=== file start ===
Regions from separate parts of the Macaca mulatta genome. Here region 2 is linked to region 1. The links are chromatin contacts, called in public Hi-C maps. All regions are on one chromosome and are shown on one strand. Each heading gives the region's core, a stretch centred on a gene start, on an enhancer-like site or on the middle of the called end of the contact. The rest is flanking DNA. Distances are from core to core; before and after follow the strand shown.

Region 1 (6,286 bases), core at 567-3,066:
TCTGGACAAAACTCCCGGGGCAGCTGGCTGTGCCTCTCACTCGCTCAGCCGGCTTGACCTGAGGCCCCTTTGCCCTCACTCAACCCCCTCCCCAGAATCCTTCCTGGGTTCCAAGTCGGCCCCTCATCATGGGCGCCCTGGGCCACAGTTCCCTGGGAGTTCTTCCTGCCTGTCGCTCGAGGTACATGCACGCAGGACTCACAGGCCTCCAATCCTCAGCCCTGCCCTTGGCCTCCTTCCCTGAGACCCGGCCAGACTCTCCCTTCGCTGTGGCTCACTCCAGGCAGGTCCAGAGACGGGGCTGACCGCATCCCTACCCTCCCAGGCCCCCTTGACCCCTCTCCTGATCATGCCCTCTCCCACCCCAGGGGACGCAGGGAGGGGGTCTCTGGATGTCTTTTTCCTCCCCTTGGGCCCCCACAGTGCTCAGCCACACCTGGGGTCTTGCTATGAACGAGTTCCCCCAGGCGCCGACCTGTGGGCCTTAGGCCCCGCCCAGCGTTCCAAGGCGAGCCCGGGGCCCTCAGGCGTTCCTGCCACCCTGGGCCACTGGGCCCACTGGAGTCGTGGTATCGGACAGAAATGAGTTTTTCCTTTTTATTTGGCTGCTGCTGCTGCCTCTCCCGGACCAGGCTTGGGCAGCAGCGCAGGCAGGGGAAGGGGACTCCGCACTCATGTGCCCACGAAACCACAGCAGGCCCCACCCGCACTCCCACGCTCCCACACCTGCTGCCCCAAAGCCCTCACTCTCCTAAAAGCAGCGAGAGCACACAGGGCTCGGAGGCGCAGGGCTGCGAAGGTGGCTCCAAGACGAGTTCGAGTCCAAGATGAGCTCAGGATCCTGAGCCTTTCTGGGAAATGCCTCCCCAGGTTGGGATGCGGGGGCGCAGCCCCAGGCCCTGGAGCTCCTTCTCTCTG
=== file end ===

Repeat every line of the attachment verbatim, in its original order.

Regions from separate parts of the Macaca mulatta genome. Here region 2 is linked to region 1. The links are chromatin contacts, called in public Hi-C maps. All regions are on one chromosome and are shown on one strand. Each heading gives the region's core, a stretch centred on a gene start, on an enhancer-like site or on the middle of the called end of the contact. The rest is flanking DNA. Distances are from core to core; before and after follow the strand shown.

Region 1 (6,286 bases), core at 567-3,066:
TCTGGACAAAACTCCCGGGGCAGCTGGCTGTGCCTCTCACTCGCTCAGCCGGCTTGACCTGAGGCCCCTTTGCCCTCACTCAACCCCCTCCCCAGAATCCTTCCTGGGTTCCAAGTCGGCCCCTCATCATGGGCGCCCTGGGCCACAGTTCCCTGGGAGTTCTTCCTGCCTGTCGCTCGAGGTACATGCACGCAGGACTCACAGGCCTCCAATCCTCAGCCCTGCCCTTGGCCTCCTTCCCTGAGACCCGGCCAGACTCTCCCTTCGCTGTGGCTCACTCCAGGCAGGTCCAGAGACGGGGCTGACCGCATCCCTACCCTCCCAGGCCCCCTTGACCCCTCTCCTGATCATGCCCTCTCCCACCCCAGGGGACGCAGGGAGGGGGTCTCTGGATGTCTTTTTCCTCCCCTTGGGCCCCCACAGTGCTCAGCCACACCTGGGGTCTTGCTATGAACGAGTTCCCCCAGGCGCCGACCTGTGGGCCTTAGGCCCCGCCCAGCGTTCCAAGGCGAGCCCGGGGCCCTCAGGCGTTCCTGCCACCCTGGGCCACTGGGCCCACTGGAGTCGTGGTATCGGACAGAAATGAGTTTTTCCTTTTTATTTGGCTGCTGCTGCTGCCTCTCCCGGACCAGGCTTGGGCAGCAGCGCAGGCAGGGGAAGGGGACTCCGCACTCATGTGCCCACGAAACCACAGCAGGCCCCACCCGCACTCCCACGCTCCCACACCTGCTGCCCCAAAGCCCTCACTCTCCTAAAAGCAGCGAGAGCACACAGGGCTCGGAGGCGCAGGGCTGCGAAGGTGGCTCCAAGACGAGTTCGAGTCCAAGATGAGCTCAGGATCCTGAGCCTTTCTGGGAAATGCCTCCCCAGGTTGGGATGCGGGGGCGCAGCCCCAGGCCCTGGAGCTCCTTCTCTCTG